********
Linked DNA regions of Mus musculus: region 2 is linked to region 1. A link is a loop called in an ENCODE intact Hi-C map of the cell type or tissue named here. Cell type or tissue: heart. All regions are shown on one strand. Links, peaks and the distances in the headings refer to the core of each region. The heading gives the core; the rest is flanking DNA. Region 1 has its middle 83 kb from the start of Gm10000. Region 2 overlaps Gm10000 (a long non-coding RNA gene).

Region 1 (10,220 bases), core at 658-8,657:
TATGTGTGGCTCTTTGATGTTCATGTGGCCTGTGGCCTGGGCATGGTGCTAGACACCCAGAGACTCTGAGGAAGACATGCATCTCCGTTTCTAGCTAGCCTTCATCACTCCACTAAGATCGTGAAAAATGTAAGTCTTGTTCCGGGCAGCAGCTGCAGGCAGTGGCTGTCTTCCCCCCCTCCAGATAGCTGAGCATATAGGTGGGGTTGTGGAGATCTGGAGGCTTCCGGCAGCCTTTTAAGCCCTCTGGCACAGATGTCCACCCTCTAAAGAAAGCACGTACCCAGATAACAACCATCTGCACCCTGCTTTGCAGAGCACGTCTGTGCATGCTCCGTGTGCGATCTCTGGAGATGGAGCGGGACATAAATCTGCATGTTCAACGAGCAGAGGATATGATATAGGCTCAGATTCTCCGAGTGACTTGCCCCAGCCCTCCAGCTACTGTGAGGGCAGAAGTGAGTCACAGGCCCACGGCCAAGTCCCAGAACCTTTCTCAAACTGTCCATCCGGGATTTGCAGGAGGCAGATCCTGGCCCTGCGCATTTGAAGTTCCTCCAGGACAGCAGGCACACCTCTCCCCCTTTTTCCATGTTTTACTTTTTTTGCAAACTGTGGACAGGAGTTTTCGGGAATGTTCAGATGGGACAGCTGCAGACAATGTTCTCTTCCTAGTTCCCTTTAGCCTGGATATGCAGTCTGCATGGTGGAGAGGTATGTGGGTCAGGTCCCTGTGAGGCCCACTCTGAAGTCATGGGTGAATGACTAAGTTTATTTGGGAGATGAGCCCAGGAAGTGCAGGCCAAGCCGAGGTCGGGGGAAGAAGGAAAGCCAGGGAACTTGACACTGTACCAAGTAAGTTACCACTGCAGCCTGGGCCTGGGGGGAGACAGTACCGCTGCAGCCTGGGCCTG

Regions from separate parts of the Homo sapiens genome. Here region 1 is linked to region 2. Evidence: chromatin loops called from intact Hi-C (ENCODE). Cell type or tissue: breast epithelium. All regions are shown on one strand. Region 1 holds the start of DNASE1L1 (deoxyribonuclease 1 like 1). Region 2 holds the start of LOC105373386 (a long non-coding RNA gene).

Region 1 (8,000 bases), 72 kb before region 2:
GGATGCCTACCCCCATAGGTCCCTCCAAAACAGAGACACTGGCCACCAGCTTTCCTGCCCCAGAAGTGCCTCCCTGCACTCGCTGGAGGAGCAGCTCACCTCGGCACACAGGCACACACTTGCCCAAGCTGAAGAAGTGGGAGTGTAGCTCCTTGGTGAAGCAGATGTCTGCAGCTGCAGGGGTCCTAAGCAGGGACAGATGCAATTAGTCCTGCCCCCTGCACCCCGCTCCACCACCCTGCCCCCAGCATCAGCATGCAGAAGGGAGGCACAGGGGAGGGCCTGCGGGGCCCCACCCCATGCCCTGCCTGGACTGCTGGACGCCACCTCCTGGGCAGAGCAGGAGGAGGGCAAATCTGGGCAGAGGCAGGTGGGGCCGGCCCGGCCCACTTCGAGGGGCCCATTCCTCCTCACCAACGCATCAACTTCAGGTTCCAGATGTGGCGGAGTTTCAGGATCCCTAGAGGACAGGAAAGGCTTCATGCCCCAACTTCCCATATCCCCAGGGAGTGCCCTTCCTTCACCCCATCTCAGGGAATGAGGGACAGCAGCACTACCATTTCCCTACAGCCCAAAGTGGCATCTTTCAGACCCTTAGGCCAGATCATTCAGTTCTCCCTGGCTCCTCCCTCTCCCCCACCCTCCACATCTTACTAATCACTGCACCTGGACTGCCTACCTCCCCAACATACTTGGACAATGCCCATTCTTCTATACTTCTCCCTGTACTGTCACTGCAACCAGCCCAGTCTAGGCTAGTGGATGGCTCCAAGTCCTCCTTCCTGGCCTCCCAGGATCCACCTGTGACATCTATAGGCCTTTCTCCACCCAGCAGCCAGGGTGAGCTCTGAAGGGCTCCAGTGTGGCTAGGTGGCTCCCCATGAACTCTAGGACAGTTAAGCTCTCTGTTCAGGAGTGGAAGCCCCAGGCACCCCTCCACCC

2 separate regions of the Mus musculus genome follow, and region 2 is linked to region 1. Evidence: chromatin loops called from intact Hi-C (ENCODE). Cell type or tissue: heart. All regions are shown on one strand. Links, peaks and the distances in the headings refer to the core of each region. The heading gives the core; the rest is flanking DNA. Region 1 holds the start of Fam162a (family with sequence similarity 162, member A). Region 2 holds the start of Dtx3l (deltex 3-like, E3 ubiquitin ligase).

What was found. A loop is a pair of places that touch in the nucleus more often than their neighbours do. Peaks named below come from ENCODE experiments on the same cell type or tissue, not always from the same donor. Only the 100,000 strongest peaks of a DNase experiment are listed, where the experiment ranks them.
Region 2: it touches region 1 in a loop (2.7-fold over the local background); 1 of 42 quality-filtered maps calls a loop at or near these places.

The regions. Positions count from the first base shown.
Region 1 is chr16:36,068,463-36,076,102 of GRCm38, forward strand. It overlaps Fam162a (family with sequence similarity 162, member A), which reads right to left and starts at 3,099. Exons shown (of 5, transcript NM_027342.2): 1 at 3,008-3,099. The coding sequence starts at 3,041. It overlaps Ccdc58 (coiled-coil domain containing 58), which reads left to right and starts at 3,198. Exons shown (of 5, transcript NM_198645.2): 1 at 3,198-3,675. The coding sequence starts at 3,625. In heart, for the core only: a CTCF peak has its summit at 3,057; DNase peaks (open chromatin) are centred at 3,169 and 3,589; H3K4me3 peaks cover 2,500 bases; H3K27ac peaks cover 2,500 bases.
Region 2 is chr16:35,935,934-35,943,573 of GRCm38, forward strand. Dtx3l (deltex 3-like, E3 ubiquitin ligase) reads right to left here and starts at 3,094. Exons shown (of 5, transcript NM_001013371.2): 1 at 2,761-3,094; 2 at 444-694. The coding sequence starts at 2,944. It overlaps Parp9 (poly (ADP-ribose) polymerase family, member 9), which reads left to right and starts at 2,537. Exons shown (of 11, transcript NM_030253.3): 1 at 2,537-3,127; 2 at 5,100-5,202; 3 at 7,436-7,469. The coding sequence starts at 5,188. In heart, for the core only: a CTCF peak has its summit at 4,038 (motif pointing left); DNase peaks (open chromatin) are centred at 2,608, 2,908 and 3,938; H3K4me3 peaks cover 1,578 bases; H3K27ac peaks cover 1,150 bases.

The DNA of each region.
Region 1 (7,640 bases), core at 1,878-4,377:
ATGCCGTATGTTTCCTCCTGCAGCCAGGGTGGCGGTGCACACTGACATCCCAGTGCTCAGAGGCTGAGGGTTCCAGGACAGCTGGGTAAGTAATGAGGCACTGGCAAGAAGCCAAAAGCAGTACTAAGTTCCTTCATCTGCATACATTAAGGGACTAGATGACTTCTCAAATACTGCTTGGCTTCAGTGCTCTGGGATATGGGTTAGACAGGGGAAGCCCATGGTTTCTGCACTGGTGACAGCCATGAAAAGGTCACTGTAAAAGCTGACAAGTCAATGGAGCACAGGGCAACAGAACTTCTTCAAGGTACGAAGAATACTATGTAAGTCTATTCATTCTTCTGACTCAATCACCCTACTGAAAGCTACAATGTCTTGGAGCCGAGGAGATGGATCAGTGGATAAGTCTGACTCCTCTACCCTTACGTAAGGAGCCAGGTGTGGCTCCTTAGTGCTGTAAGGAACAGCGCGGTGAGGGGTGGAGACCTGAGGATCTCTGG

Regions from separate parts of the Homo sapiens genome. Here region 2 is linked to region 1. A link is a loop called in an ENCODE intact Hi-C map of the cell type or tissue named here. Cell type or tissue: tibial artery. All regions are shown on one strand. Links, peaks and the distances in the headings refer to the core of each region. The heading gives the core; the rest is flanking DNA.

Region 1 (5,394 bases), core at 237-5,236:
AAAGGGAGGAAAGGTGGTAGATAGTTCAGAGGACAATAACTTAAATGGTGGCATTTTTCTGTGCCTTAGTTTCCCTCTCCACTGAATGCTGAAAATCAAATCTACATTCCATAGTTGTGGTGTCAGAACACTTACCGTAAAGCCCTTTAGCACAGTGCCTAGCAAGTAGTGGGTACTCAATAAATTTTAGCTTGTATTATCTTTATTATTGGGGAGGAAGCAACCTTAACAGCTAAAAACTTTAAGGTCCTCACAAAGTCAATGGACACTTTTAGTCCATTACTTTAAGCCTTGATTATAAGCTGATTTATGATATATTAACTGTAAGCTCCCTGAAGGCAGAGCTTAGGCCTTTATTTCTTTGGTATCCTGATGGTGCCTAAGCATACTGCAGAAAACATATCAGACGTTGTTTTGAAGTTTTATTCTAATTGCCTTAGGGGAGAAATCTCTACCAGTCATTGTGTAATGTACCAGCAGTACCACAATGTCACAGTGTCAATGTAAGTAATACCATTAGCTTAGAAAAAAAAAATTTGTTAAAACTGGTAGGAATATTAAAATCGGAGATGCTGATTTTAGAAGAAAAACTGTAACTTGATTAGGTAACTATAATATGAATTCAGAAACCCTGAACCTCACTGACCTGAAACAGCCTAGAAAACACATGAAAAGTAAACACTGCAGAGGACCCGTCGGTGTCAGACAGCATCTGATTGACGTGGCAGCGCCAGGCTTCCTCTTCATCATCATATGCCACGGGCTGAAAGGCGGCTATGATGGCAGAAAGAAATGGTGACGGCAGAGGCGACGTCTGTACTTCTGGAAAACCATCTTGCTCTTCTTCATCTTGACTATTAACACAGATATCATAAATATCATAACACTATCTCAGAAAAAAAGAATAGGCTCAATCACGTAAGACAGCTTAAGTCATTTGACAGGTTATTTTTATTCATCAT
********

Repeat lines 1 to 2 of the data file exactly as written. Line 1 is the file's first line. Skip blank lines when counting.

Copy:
Linked DNA regions of Mus musculus: region 2 is linked to region 1. A link is a loop called in an ENCODE intact Hi-C map of the cell type or tissue named here. Cell type or tissue: heart. All regions are shown on one strand. Links, peaks and the distances in the headings refer to the core of each region. The heading gives the core; the rest is flanking DNA. Region 1 has its middle 83 kb from the start of Gm10000. Region 2 overlaps Gm10000 (a long non-coding RNA gene).

Region 1 (10,220 bases), core at 658-8,657: